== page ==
Another important component of information retrieval is user modeling capability, which is unique to reference librarians. During the user-librarian consultation process, the librarian develops an understanding of the type of user being dealt with on the basis of verbal and nonverbal clues. Usually, the educational level of the user, the type of question, the way the question is phrased, the purpose of the search, and the expected search results all play major roles in helping the librarian determine the needs of the user. The librarian, in essence, creates models of the user profile and the task requirements during the consultation process.

User modeling has played a crucial role in applications such as question-answering systems, intelligent tutoring systems, and consultation systems [1, 8, 77, 78, 88]. An intelligent interface for document retrieval systems must also exhibit the user modeling capability of experienced human intermediaries. Daniels proposed a frame-based representation for a user model and rules for interacting with the users. She has shown that user modeling is a necessary unction in the presearch information interaction [21]. Rich's Grundy system builds models of its users, with the aid of stereotypes, and then uses those models to guide it in its task, suggesting novels that people may find interesting [67, 68, 69].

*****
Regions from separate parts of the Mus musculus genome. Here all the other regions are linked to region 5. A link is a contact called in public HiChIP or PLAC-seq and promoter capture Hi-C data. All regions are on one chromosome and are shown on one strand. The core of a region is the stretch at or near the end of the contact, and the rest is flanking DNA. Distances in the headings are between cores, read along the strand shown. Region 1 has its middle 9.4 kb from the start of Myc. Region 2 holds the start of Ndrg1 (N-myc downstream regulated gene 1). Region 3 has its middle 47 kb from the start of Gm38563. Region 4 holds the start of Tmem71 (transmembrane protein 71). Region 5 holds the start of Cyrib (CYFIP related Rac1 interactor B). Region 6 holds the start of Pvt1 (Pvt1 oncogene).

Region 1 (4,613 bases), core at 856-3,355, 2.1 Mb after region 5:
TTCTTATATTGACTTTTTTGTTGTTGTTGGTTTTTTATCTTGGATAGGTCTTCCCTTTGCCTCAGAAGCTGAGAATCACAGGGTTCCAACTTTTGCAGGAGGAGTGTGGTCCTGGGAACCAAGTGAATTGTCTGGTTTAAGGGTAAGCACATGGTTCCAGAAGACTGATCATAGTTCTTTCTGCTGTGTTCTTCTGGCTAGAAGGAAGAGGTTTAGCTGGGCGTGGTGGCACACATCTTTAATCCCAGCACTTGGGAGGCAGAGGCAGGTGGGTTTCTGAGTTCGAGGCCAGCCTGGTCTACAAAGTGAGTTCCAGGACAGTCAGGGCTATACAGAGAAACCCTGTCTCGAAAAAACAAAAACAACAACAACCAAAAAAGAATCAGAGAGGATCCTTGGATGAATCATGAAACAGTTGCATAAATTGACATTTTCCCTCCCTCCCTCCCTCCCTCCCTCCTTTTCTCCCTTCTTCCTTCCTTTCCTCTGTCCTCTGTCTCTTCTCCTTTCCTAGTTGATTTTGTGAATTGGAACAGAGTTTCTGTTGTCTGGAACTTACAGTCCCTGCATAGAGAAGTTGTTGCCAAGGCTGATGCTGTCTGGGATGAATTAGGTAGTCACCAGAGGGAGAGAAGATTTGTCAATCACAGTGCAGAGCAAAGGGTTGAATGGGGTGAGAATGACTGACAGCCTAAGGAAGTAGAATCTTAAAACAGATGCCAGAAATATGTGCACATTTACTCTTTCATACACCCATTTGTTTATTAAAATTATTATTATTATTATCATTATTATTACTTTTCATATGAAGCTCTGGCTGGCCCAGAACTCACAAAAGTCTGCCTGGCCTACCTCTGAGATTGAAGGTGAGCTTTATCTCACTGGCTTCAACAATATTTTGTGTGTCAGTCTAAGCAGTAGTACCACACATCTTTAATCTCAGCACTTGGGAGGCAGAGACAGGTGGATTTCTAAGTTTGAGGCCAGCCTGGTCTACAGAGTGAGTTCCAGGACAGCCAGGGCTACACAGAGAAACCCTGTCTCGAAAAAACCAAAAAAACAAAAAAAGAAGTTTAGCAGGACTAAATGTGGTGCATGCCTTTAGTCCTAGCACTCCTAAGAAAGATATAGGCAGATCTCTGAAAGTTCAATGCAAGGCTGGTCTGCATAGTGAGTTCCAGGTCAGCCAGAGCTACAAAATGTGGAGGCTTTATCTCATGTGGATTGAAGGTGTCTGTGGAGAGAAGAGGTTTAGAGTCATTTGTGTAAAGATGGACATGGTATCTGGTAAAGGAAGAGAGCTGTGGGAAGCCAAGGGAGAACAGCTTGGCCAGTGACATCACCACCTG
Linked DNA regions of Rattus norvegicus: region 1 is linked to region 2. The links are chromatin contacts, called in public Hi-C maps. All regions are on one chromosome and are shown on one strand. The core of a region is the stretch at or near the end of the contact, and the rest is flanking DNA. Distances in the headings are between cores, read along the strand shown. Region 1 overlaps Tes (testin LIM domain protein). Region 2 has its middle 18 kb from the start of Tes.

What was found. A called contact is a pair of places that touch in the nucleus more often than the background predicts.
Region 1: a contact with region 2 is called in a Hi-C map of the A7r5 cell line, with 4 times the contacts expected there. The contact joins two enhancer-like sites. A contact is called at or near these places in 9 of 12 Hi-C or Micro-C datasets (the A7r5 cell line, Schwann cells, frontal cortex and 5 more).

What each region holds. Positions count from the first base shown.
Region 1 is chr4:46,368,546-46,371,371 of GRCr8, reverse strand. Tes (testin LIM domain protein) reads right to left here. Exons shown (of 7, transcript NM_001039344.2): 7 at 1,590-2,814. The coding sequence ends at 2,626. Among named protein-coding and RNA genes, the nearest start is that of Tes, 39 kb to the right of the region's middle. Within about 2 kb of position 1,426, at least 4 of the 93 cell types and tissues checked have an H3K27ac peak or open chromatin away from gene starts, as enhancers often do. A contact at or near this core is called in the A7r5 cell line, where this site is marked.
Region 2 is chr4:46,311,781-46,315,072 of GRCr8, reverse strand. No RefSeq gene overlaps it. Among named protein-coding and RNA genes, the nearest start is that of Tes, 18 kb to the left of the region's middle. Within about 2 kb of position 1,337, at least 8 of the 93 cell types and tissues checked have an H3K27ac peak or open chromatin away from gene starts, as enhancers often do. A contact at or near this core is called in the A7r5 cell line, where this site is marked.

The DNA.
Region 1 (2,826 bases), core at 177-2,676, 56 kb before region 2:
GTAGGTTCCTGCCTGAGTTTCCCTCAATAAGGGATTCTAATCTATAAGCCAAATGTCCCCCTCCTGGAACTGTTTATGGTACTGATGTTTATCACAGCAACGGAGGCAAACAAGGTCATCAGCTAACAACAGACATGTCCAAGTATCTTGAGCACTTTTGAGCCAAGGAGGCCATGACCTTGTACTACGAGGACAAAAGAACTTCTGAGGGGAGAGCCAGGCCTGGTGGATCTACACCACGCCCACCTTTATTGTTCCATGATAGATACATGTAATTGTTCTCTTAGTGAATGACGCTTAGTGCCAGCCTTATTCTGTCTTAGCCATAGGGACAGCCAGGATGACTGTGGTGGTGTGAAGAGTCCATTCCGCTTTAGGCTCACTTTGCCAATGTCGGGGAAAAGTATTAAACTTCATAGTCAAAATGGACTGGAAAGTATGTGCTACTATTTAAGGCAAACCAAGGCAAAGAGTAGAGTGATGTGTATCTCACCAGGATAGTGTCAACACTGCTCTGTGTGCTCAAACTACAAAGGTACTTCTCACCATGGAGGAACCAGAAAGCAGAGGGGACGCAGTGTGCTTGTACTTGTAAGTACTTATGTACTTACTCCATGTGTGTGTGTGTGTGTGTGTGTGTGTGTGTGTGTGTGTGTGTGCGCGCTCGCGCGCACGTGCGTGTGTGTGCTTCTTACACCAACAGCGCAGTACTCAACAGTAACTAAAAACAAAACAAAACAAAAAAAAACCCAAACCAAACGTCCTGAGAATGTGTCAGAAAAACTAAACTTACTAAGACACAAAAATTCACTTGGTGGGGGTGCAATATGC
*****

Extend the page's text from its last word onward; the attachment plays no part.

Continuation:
Despite their successful and useful application in numerous domains, the development process for knowledge-based systems is often slow and painstaking. Knowledge engineers or system designers need to be able to identify subject and classification knowledge from some sources (usually some domain experts) and to represent the knowledge in computer systems. The inference engines of such systems, which mainly emulate human problem-solving strategies and cognitive processes [10], may not be applicable across different applications.